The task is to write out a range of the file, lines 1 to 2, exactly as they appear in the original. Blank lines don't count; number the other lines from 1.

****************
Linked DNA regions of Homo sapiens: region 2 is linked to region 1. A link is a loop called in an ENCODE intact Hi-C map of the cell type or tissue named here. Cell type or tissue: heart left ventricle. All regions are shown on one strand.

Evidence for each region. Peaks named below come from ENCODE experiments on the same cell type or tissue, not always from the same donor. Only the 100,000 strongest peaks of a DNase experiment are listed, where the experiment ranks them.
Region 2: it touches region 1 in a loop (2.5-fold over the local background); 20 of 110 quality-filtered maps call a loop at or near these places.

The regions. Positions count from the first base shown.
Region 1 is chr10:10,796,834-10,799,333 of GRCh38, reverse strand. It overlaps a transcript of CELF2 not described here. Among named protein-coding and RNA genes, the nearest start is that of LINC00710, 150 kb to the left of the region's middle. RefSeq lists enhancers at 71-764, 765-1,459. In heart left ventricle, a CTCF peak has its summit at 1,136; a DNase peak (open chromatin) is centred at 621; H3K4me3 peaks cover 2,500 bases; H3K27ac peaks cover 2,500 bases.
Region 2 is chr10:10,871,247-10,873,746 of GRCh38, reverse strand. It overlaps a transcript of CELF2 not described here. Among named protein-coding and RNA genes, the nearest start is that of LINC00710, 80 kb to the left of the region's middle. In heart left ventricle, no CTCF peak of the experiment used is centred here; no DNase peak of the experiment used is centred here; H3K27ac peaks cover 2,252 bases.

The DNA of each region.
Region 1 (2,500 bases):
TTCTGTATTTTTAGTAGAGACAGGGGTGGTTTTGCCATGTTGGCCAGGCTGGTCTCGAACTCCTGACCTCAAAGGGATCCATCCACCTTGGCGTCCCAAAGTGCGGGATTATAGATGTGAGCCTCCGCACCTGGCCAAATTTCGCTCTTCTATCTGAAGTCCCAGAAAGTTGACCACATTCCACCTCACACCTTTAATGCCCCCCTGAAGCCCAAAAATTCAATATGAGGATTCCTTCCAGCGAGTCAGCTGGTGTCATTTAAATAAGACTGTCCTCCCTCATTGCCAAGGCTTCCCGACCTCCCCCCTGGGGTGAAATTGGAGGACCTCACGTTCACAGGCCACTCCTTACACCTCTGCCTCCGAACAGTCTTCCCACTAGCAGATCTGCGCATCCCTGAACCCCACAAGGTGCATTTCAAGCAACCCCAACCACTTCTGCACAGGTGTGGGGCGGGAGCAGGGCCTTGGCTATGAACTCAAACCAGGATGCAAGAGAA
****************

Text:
Linked DNA regions of Homo sapiens: region 2 is linked to region 1. A link is a loop called in an ENCODE intact Hi-C map of the cell type or tissue named here. Cell type or tissue: heart left ventricle. All regions are shown on one strand.

Evidence for each region. Peaks named below come from ENCODE experiments on the same cell type or tissue, not always from the same donor. Only the 100,000 strongest peaks of a DNase experiment are listed, where the experiment ranks them.